Red Sox reassign 5 non-roster invitees, including Christian Koss and Ryan Fitzgerald, to minor-league camp

Before falling to the Pirates by a final score of 7-5 at JetBlue Park on Monday afternoon, the Red Sox announced they had reassigned non-roster invitees to minor-league camp.

Catcher Stephen Scott, infielders Christian Koss and Nick Sogard, outfielder Narciso Crook, and utilityman Ryan Fitzgerald were all taken off Boston’s major-league spring training roster.

Scott, 25, appeared in 10 Grapefruit League games for the Red Sox. The left-handed hitting backstop went 1-for-8 (.125) at the plate with one home run, two RBIs, five runs scored, three walks, and four strikeouts. He also threw out one of three possible base stealers and allowed one passed ball.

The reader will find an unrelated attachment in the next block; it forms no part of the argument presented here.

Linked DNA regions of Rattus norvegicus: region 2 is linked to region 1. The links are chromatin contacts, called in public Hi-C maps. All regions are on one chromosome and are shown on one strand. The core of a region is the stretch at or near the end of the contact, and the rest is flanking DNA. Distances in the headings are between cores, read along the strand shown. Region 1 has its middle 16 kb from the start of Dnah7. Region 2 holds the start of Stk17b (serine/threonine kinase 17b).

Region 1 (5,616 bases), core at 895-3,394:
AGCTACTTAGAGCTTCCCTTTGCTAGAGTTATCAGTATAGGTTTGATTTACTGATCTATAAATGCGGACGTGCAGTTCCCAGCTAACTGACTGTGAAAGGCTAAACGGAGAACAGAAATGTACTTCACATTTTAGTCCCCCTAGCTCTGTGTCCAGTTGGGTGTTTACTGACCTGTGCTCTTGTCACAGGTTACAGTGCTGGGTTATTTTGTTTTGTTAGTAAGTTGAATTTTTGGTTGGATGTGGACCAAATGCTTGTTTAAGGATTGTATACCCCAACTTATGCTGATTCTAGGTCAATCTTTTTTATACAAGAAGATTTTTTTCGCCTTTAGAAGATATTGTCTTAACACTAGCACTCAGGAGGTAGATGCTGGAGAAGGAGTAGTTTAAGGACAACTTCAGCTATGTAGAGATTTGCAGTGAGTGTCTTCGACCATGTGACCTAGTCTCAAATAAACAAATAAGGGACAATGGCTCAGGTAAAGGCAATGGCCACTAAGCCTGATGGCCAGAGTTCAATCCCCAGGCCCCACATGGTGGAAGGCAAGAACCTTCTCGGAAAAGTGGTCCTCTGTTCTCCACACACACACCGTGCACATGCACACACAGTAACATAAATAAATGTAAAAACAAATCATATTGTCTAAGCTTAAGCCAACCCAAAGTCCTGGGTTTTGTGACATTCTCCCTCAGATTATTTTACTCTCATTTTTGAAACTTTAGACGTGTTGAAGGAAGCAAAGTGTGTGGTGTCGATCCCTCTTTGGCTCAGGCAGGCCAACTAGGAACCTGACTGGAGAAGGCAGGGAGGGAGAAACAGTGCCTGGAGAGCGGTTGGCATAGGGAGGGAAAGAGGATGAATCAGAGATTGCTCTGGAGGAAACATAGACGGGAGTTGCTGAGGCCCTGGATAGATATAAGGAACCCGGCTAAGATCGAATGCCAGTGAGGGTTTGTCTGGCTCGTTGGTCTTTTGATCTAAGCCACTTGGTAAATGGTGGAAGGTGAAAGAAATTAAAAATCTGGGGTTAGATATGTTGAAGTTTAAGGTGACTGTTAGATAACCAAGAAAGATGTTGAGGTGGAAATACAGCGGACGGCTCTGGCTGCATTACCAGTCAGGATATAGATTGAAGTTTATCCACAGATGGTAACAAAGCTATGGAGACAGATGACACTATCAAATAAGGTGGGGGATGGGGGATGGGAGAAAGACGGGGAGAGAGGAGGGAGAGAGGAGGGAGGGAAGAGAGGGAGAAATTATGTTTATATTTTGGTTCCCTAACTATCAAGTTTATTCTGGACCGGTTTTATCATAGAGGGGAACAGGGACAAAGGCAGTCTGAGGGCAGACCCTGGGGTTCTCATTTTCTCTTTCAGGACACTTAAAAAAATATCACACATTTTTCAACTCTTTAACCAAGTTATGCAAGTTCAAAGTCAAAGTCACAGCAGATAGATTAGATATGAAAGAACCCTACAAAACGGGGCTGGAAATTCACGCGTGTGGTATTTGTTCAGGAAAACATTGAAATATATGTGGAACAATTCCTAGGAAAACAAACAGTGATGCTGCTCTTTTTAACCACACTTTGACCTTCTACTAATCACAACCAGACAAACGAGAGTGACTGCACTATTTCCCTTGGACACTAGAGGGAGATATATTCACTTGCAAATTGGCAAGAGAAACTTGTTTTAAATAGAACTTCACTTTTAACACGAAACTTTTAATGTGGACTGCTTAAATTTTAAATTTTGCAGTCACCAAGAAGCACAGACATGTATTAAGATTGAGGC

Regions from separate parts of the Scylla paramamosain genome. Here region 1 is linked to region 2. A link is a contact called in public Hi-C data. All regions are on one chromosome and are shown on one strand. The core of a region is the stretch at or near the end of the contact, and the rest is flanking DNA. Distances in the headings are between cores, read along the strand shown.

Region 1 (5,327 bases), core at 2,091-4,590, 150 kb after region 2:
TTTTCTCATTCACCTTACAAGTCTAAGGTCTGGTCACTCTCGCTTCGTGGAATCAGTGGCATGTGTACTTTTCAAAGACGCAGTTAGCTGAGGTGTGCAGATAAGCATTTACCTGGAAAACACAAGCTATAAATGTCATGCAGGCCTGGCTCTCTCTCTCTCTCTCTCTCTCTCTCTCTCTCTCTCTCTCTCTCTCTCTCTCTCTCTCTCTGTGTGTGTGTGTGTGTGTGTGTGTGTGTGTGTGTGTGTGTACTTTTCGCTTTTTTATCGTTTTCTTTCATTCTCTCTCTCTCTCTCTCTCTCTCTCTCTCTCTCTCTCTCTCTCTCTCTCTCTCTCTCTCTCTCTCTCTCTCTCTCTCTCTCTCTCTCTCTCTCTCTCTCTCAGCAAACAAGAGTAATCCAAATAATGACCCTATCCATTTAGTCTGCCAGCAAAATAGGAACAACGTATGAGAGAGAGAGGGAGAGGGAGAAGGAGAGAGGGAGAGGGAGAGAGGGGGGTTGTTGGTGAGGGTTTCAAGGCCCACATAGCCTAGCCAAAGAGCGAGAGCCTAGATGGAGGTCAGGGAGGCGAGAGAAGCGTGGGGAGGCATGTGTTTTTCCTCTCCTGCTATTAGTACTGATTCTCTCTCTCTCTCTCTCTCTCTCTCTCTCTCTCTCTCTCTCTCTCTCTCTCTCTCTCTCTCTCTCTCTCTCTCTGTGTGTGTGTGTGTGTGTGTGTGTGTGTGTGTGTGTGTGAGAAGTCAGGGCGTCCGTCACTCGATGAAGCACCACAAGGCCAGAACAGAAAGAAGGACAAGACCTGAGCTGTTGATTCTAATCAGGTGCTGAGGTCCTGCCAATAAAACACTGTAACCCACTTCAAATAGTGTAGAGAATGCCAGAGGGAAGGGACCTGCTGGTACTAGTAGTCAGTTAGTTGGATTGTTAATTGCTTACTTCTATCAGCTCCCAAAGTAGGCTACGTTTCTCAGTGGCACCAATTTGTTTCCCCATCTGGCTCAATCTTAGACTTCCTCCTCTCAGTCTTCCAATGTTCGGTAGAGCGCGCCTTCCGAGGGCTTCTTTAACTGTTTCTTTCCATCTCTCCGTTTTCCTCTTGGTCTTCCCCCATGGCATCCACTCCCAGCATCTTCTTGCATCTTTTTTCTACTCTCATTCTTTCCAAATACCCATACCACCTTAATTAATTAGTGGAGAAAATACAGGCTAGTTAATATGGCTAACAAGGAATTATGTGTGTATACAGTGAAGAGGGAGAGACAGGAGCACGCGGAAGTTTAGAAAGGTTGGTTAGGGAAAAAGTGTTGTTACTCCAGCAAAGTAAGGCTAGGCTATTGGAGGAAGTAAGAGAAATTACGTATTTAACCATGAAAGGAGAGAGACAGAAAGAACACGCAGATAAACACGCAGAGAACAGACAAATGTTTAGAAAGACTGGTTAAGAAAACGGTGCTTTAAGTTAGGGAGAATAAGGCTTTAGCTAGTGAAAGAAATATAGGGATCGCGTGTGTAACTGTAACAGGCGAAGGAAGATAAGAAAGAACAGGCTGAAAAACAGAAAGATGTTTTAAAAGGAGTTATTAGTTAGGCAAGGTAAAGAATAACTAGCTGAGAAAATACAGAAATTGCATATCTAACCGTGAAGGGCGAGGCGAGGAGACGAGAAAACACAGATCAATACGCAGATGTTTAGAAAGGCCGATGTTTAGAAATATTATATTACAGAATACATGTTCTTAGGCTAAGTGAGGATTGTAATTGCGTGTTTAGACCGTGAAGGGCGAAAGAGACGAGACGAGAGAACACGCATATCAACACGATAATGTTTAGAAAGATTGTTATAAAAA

Koss, 25, appeared in 11 games this spring. The right-handed hitter went 2-for-17 (.118) at the plate with a double, two RBIs, three runs scored, one walk, and seven strikeouts. Though those numbers may not stand out, Koss was at least able to garner some attention with his infield defense.

Sogard, 25, got into 16 games for Boston. The switch-hitting California native batted .208 (5-for-24) with five RBIs, six runs scored, two stolen bases, five walks, and six strikeouts. He saw playing time at second base, third base, and shortstop.

Crook, the only player listed here with prior major-league experience, signed a minor-league deal with the Red Sox in November. The former Cubs outfielder belted two home runs and collected eight RBIs in 19 games this spring. Both of those homers came against the Yankees in Tampa on March 9.

Lastly, we arrive at Fitzgerald, who went 6-for-22 (.273) with four doubles, one home run, six runs driven in, four runs scored, one stolen base, two walks, and five strikeouts across 15 Grapefruit League contests.